An encouraging word--Not! Be a good role model for your kids
Updated: Nov 9, 2019
It had been one of those days. You know the kind: Everything seems to go wrong. I’d been in a sour mood, which only exacerbated the string of minor mishaps that came my way. By the end of the afternoon, the grey cloud that had settled over me had become somewhat of a permanent fixture.
It was a Sunday, so my family and I went to church for the evening service. We arrived a little early and were sitting in our chairs when a woman we knew approached us. Edith (not her real name) was a rock within our church. She fed the homeless each week, and anyone else who needed a solid meal. She reached out to mentally handicapped adults, taking them under her wing, regularly planning fun activities for them. Edith was known as a grandmother with a big heart who was quick with a hug and would do anything for anybody.
We looked up as she stopped in front of us. “God told me to pray for you today, Sharon,” Edith said. A smile started to ease its way onto my face. “But I didn’t.” And she left.
Wait ... what? That didn’t just happen! My husband and I were stunned and speechless. I really could have used some prayer that day. Why would she say such a thing? What could have possessed her?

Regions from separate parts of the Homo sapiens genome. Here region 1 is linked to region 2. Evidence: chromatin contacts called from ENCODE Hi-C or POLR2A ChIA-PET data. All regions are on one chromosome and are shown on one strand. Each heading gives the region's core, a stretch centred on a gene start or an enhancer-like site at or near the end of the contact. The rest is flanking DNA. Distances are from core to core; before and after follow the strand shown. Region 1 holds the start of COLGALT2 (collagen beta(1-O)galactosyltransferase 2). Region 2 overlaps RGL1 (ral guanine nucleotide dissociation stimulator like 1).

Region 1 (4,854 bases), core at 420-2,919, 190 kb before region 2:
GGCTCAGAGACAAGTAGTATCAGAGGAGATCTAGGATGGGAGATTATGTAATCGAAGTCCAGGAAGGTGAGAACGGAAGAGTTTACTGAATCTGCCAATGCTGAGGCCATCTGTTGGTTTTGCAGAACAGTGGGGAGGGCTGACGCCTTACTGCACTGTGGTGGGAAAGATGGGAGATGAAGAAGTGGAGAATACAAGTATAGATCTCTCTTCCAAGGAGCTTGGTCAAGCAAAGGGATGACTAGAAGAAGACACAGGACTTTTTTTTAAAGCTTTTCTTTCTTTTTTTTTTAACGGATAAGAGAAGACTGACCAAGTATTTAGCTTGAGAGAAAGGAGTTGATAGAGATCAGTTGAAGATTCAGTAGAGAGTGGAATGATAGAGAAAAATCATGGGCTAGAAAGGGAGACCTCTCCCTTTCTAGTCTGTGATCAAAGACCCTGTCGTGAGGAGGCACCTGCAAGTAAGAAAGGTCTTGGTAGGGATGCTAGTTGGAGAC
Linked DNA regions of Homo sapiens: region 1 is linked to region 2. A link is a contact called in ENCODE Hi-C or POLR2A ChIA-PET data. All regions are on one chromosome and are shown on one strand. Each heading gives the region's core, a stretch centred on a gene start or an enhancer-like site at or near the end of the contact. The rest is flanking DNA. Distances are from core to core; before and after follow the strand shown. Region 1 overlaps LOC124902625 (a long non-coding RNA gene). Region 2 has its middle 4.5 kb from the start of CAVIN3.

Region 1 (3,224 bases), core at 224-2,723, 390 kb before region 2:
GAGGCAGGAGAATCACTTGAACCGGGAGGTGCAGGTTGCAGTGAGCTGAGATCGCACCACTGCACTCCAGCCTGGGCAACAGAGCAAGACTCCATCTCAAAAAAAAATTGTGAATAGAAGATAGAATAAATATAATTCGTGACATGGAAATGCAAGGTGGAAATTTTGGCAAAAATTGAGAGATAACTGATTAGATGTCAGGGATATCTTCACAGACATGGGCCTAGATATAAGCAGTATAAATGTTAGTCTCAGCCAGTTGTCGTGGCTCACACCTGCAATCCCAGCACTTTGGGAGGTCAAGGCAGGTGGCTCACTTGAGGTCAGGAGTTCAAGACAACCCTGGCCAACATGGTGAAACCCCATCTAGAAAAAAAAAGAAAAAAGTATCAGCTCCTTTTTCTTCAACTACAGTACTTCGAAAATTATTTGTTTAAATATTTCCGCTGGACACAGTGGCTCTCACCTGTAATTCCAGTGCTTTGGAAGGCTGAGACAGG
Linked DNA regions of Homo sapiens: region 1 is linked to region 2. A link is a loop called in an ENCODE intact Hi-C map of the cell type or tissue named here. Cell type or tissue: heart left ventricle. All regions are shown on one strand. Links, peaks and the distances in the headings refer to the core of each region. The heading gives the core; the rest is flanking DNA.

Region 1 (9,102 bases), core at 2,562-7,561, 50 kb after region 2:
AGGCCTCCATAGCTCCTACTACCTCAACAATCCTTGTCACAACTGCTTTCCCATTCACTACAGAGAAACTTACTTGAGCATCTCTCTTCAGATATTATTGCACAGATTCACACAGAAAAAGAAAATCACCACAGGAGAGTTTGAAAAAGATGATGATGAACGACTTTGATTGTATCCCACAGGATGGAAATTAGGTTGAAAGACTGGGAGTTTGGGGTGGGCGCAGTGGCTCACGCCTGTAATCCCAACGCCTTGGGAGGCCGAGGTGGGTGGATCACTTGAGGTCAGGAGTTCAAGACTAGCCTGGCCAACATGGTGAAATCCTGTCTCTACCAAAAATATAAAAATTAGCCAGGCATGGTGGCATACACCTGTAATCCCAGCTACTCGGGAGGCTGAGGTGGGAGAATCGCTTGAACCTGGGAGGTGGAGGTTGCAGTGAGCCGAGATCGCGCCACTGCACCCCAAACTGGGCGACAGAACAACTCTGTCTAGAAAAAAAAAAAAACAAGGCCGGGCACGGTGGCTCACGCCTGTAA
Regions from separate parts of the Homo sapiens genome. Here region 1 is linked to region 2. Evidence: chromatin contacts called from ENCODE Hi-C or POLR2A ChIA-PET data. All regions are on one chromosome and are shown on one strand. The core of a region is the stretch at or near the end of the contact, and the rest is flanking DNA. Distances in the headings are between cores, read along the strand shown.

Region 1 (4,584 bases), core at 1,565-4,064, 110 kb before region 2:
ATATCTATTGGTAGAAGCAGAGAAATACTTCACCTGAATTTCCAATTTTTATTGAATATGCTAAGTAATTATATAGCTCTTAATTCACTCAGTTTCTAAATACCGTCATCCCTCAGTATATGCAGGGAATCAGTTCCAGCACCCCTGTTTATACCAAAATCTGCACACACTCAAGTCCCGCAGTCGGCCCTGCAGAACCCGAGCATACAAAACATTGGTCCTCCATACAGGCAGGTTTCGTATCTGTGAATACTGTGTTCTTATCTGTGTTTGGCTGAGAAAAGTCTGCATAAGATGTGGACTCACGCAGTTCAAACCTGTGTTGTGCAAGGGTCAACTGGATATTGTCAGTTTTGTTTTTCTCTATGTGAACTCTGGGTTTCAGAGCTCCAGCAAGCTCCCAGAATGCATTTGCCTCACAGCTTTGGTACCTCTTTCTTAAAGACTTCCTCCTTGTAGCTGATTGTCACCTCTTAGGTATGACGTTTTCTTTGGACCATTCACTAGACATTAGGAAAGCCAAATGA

I pondered that question for years. I’ve long since forgiven Edith; I don't think she even realized the barb she had slung my way. She had simply spouted out what was on her mind. Looking back on the incident still makes me laugh in astonishment. All of us have those moments we wish we could take back, the times when our mouths moved faster than our brains. Sometimes it’s only after we notice the disparaging look on the listener’s face that we realize it was a TMI (Too Much Information) moment. Oops!
Remember this story as you steer your kids through their school assignments. Maybe you’re having “one of those days” and your tolerance level has hit bottom. Be aware of your mood so you don’t jump all over your youngsters for small infractions or unintentional insults. Kids are much less cognizant of the impact of their words than adults. They often don’t think through how a comment could affect someone. So be quick to forgive. And if you slip up and send a zinger flying in response, be quick to apologize. Your kids are watching you and will follow your example. Don’t be an Edith; be a true encourager.